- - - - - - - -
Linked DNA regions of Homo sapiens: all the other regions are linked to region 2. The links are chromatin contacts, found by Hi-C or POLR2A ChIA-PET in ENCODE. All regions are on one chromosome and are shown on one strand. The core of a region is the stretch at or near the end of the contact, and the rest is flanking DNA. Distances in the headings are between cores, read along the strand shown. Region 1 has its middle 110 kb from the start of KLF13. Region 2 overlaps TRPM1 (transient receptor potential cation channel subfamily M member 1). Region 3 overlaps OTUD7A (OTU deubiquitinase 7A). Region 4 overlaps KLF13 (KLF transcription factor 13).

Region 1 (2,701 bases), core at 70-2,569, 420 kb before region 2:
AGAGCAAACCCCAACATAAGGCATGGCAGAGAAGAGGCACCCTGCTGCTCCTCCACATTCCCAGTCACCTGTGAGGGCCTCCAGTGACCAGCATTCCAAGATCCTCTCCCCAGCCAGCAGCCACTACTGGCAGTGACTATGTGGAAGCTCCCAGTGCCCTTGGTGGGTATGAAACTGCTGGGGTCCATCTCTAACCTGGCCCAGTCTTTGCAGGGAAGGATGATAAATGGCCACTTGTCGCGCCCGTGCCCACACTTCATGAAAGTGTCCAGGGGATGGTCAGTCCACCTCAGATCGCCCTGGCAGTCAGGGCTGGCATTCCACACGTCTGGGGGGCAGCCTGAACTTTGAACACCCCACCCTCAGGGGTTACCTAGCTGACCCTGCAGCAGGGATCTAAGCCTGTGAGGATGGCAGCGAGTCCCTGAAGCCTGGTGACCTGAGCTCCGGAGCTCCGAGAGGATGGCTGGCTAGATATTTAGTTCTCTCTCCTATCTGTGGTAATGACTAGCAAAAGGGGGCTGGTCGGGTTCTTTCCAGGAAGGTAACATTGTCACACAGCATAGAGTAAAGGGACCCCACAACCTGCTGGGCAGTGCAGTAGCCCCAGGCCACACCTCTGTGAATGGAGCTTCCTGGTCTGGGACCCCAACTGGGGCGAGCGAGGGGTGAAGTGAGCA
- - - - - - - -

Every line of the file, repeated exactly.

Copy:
Linked DNA regions of Homo sapiens: all the other regions are linked to region 2. The links are chromatin contacts, found by Hi-C or POLR2A ChIA-PET in ENCODE. All regions are on one chromosome and are shown on one strand. The core of a region is the stretch at or near the end of the contact, and the rest is flanking DNA. Distances in the headings are between cores, read along the strand shown. Region 1 has its middle 110 kb from the start of KLF13. Region 2 overlaps TRPM1 (transient receptor potential cation channel subfamily M member 1). Region 3 overlaps OTUD7A (OTU deubiquitinase 7A). Region 4 overlaps KLF13 (KLF transcription factor 13).

Region 1 (2,701 bases), core at 70-2,569, 420 kb before region 2:
AGAGCAAACCCCAACATAAGGCATGGCAGAGAAGAGGCACCCTGCTGCTCCTCCACATTCCCAGTCACCTGTGAGGGCCTCCAGTGACCAGCATTCCAAGATCCTCTCCCCAGCCAGCAGCCACTACTGGCAGTGACTATGTGGAAGCTCCCAGTGCCCTTGGTGGGTATGAAACTGCTGGGGTCCATCTCTAACCTGGCCCAGTCTTTGCAGGGAAGGATGATAAATGGCCACTTGTCGCGCCCGTGCCCACACTTCATGAAAGTGTCCAGGGGATGGTCAGTCCACCTCAGATCGCCCTGGCAGTCAGGGCTGGCATTCCACACGTCTGGGGGGCAGCCTGAACTTTGAACACCCCACCCTCAGGGGTTACCTAGCTGACCCTGCAGCAGGGATCTAAGCCTGTGAGGATGGCAGCGAGTCCCTGAAGCCTGGTGACCTGAGCTCCGGAGCTCCGAGAGGATGGCTGGCTAGATATTTAGTTCTCTCTCCTATCTGTGGTAATGACTAGCAAAAGGGGGCTGGTCGGGTTCTTTCCAGGAAGGTAACATTGTCACACAGCATAGAGTAAAGGGACCCCACAACCTGCTGGGCAGTGCAGTAGCCCCAGGCCACACCTCTGTGAATGGAGCTTCCTGGTCTGGGACCCCAACTGGGGCGAGCGAGGGGTGAAGTGAGCA